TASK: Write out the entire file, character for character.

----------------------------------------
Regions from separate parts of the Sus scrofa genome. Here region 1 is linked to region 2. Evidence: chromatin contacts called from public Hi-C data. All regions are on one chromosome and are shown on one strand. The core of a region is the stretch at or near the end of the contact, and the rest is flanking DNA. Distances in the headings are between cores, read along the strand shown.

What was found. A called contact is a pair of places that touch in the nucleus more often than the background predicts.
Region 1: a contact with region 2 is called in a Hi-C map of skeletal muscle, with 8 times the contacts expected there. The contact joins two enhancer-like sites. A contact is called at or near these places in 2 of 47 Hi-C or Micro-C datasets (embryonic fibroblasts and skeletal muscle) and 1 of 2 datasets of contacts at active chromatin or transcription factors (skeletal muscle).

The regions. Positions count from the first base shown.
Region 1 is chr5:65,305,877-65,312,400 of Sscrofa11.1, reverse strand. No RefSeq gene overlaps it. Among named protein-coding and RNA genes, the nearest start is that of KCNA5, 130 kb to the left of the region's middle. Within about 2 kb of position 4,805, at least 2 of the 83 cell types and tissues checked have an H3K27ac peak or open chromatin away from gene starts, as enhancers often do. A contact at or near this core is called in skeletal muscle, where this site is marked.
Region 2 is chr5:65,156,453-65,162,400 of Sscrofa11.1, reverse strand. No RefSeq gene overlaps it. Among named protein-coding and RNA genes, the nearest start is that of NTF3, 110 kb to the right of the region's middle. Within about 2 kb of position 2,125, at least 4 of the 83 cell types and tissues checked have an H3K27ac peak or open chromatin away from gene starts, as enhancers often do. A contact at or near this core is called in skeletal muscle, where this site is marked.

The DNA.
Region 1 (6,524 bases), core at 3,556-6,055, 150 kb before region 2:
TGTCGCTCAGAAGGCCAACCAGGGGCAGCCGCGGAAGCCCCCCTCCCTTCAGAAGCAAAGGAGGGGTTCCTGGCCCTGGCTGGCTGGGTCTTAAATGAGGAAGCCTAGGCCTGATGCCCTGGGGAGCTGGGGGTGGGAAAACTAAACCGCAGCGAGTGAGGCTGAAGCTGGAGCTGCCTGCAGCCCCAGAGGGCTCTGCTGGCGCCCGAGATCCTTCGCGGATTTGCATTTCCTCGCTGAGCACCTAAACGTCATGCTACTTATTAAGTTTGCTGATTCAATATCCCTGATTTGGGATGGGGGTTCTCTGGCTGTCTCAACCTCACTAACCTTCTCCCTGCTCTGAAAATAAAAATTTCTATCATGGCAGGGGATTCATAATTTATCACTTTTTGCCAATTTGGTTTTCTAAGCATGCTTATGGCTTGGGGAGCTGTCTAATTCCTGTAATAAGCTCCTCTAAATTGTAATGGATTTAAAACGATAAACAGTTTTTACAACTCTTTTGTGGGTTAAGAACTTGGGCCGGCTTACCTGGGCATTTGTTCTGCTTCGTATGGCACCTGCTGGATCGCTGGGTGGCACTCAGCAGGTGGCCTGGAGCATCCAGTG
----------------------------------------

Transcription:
Regions from separate parts of the Sus scrofa genome. Here region 1 is linked to region 2. Evidence: chromatin contacts called from public Hi-C data. All regions are on one chromosome and are shown on one strand. The core of a region is the stretch at or near the end of the contact, and the rest is flanking DNA. Distances in the headings are between cores, read along the strand shown.

What was found. A called contact is a pair of places that touch in the nucleus more often than the background predicts.
Region 1: a contact with region 2 is called in a Hi-C map of skeletal muscle, with 8 times the contacts expected there. The contact joins two enhancer-like sites. A contact is called at or near these places in 2 of 47 Hi-C or Micro-C datasets (embryonic fibroblasts and skeletal muscle) and 1 of 2 datasets of contacts at active chromatin or transcription factors (skeletal muscle).

The regions. Positions count from the first base shown.
Region 1 is chr5:65,305,877-65,312,400 of Sscrofa11.1, reverse strand. No RefSeq gene overlaps it. Among named protein-coding and RNA genes, the nearest start is that of KCNA5, 130 kb to the left of the region's middle. Within about 2 kb of position 4,805, at least 2 of the 83 cell types and tissues checked have an H3K27ac peak or open chromatin away from gene starts, as enhancers often do. A contact at or near this core is called in skeletal muscle, where this site is marked.
Region 2 is chr5:65,156,453-65,162,400 of Sscrofa11.1, reverse strand. No RefSeq gene overlaps it. Among named protein-coding and RNA genes, the nearest start is that of NTF3, 110 kb to the right of the region's middle. Within about 2 kb of position 2,125, at least 4 of the 83 cell types and tissues checked have an H3K27ac peak or open chromatin away from gene starts, as enhancers often do. A contact at or near this core is called in skeletal muscle, where this site is marked.

The DNA.
Region 1 (6,524 bases), core at 3,556-6,055, 150 kb before region 2:
TGTCGCTCAGAAGGCCAACCAGGGGCAGCCGCGGAAGCCCCCCTCCCTTCAGAAGCAAAGGAGGGGTTCCTGGCCCTGGCTGGCTGGGTCTTAAATGAGGAAGCCTAGGCCTGATGCCCTGGGGAGCTGGGGGTGGGAAAACTAAACCGCAGCGAGTGAGGCTGAAGCTGGAGCTGCCTGCAGCCCCAGAGGGCTCTGCTGGCGCCCGAGATCCTTCGCGGATTTGCATTTCCTCGCTGAGCACCTAAACGTCATGCTACTTATTAAGTTTGCTGATTCAATATCCCTGATTTGGGATGGGGGTTCTCTGGCTGTCTCAACCTCACTAACCTTCTCCCTGCTCTGAAAATAAAAATTTCTATCATGGCAGGGGATTCATAATTTATCACTTTTTGCCAATTTGGTTTTCTAAGCATGCTTATGGCTTGGGGAGCTGTCTAATTCCTGTAATAAGCTCCTCTAAATTGTAATGGATTTAAAACGATAAACAGTTTTTACAACTCTTTTGTGGGTTAAGAACTTGGGCCGGCTTACCTGGGCATTTGTTCTGCTTCGTATGGCACCTGCTGGATCGCTGGGTGGCACTCAGCAGGTGGCCTGGAGCATCCAGTG